Binyamin A. Amirà (Hebrew: בנימין אמירה‎; 3 June 1896 – 20 January 1968) was an Israeli mathematician.

Binyamin A. Amirà
Born(1896-06-03)June 3, 1896
DiedJanuary 20, 1968(1968-01-20) (aged 71)
Resting placeHar HaMenuchot
Alma materUniversity of Geneva
University of Göttingen
Spouse(s)Divsha Itine[1]
Varda (Roza) Finkelstein
AwardsLegion of Honour (1966)
Scientific career
InstitutionsHebrew University of Jerusalem
ThesisSur un théorème de M. Wiman dans la théorie des fonctions entières (1924)
Doctoral advisorEdmund Landau

BiographyEdit

Born in 1896 in Mohilev, Russian Empire, Binyamin Amirà emigrated with his family to Tel Aviv in Ottoman Palestine in 1910, where he attended the Herzliya Gymnasium.[2] Amirà went on to study mathematics at the University of Geneva, after which he moved to the University of Göttingen in 1921 to undertake research for his doctorate under the supervision of Edmund Landau.

After completing his D.Sc. in 1924, Amirà spent a brief period at the University of Geneva as Privatdozent, after which he followed Landau in 1925 to help him in establishing the Mathematics Institute of the newly-founded Hebrew University in Jerusalem.[3] There he became the institute's first tenured staff member.[4]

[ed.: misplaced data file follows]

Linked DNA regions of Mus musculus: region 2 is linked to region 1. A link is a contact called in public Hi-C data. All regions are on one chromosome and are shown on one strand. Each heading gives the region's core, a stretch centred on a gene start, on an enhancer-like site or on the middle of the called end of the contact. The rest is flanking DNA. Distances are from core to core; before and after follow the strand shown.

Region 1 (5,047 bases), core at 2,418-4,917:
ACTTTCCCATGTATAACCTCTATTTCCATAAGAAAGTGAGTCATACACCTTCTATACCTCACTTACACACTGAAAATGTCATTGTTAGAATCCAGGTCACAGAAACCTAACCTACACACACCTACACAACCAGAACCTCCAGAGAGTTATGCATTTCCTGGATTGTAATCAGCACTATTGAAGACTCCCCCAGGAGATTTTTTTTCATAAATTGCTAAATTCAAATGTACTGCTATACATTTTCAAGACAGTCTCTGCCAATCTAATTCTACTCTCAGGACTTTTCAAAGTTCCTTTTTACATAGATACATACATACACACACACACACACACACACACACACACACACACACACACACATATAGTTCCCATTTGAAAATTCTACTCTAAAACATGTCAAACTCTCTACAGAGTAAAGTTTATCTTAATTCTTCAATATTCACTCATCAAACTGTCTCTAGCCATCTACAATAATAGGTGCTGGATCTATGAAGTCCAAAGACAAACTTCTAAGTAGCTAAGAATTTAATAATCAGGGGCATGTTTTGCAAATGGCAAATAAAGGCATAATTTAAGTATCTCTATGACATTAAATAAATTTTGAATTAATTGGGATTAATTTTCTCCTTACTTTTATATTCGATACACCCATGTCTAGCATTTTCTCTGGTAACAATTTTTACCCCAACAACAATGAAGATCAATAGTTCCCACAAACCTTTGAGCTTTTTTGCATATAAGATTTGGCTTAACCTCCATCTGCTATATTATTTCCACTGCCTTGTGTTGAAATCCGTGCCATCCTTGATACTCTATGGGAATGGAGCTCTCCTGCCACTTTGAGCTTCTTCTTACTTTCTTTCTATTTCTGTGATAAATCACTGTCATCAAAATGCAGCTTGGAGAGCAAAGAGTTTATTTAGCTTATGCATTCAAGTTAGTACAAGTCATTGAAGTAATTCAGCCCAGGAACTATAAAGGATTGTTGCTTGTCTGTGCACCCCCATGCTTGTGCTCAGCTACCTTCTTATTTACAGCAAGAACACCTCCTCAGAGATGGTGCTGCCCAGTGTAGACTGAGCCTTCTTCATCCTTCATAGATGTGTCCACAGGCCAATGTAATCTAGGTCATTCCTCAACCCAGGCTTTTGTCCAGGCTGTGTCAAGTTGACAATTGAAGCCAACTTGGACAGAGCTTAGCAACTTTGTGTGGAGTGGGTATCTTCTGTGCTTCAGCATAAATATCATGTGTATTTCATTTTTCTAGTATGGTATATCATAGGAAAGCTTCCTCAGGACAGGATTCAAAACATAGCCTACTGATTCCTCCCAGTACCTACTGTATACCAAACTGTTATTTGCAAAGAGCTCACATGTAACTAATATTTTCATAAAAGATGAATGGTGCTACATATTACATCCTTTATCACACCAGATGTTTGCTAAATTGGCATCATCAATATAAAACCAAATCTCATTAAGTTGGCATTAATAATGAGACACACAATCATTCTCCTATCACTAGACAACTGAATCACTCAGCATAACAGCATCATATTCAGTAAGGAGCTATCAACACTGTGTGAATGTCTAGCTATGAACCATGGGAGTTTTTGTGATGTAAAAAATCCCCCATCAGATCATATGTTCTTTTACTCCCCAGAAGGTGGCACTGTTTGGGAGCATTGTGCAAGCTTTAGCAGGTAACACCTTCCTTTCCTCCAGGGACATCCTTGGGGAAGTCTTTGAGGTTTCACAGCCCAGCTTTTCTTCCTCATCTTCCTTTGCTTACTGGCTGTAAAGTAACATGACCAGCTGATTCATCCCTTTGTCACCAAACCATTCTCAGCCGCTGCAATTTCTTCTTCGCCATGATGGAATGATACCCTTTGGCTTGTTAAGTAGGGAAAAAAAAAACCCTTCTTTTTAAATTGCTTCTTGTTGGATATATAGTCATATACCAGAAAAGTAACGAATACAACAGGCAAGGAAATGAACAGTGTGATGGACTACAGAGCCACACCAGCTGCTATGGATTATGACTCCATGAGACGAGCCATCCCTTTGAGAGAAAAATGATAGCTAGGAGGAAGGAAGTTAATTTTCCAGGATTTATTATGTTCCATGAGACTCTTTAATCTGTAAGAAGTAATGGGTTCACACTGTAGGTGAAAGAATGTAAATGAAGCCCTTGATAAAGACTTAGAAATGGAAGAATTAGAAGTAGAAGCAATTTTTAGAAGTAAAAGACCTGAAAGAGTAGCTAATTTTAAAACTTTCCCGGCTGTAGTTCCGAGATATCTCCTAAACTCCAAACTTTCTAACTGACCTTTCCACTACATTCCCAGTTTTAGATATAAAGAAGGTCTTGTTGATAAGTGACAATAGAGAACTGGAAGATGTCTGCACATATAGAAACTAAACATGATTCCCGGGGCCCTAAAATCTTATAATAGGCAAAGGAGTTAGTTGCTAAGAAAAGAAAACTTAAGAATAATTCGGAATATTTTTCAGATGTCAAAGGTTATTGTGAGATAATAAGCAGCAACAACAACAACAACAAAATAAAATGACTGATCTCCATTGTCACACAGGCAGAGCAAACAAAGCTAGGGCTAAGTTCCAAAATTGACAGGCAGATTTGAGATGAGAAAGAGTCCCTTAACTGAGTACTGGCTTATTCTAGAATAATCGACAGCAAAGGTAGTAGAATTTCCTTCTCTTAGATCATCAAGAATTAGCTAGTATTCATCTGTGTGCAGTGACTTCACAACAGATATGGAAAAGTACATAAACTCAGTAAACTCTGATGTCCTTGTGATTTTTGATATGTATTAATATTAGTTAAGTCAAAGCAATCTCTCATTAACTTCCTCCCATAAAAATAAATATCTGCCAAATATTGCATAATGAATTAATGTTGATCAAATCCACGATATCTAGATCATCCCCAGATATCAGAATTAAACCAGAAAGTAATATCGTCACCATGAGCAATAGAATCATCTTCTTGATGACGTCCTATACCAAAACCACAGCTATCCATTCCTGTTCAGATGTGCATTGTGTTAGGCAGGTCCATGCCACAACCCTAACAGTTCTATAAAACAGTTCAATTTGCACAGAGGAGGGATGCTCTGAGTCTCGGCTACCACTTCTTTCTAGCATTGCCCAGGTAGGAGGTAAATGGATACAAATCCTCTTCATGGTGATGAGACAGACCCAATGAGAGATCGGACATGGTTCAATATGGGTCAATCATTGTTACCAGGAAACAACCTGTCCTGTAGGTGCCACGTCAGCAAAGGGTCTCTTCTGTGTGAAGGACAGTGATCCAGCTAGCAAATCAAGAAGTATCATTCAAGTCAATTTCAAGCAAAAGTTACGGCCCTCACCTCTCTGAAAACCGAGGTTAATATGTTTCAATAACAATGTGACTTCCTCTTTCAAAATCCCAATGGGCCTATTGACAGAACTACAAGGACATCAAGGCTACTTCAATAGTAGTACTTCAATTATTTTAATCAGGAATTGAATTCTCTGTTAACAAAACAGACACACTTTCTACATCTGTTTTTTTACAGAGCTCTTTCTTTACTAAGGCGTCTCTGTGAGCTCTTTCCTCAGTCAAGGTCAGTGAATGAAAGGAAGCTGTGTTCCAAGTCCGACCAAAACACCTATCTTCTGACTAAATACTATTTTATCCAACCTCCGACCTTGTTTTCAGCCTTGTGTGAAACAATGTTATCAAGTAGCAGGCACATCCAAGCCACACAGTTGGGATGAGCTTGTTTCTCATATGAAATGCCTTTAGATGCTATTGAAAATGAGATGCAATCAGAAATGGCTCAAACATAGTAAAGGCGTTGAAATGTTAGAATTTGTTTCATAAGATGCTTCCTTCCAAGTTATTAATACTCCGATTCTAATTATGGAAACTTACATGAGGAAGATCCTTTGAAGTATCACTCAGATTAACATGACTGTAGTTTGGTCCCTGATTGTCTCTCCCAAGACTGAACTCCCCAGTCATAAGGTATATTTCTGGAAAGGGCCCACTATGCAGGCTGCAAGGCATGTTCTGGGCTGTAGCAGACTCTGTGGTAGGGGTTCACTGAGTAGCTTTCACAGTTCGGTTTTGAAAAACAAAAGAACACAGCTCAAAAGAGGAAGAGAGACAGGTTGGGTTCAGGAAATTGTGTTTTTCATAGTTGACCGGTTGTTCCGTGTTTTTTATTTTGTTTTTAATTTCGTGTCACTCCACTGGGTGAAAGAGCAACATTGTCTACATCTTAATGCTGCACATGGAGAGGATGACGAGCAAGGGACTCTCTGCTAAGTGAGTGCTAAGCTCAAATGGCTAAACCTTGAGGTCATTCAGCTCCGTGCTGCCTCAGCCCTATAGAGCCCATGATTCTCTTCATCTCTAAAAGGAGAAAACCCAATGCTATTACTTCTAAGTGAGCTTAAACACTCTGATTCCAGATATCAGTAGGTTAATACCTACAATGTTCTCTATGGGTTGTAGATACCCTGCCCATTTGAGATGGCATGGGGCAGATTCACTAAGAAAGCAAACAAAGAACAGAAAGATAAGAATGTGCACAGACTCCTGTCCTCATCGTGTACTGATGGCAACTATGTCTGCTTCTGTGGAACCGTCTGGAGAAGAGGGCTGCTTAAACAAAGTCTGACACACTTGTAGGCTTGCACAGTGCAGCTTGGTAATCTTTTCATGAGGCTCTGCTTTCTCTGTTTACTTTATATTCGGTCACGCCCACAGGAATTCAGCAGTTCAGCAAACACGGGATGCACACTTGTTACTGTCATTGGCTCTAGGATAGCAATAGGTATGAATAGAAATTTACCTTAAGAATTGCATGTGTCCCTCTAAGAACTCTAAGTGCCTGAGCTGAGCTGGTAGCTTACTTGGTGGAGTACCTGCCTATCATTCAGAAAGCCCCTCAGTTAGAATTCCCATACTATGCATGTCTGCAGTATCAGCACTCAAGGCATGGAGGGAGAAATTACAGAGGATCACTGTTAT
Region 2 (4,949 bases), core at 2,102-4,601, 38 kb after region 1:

Amirà founded the Journal d'analyse mathématique in 1951, which he edited alongside Ze'ev Nehari and Menahem Schiffer.[5][6] He retired in 1960.[7]

ReferencesEdit

  1. ^ Ortiz, Eduardo L.; Pinkus, Allan (2005). "Herman Müntz: A Mathematician's Odyssey" (PDF). Mathematical Intelligencer. 27: 22–31.
  2. ^ O'Connor, John J.; Robertson, Edmund F. (April 2015), "Jacob Levitzki", MacTutor History of Mathematics archive, University of St Andrews.
  3. ^ "In memoriam". Journal d'analyse mathématique. 23 (1): xii–xvi. 1970. doi:10.1007/BF02795484.
  4. ^ Katz, Shaul (2004). "Berlin Roots – Zionist Incarnation: The Ethos of Pure Mathematics and the Beginnings of the Einstein Institute of Mathematics at the Hebrew University of Jerusalem". Science in Context. Cambridge University Press. 17 (1–2): 199–234. doi:10.1017/S0269889704000092.
  5. ^ "Amira, Binyamin". Encyclopaedia Judaica. 2007. Retrieved 1 February 2019.
  6. ^ Robinson, Joan (24 October 2006). "Springer and Hebrew University to collaborate on mathematics journals". Springer. Heidelberg/New York.
  7. ^ Goren, Arthur A., ed. (1982). Dissenter in Zion: From the Writings of Judah L. Magnes. Cambridge, Massachusetts: Harvard University Press. p. 252. ISBN 978-0-674-21283-1. OCLC 8031591.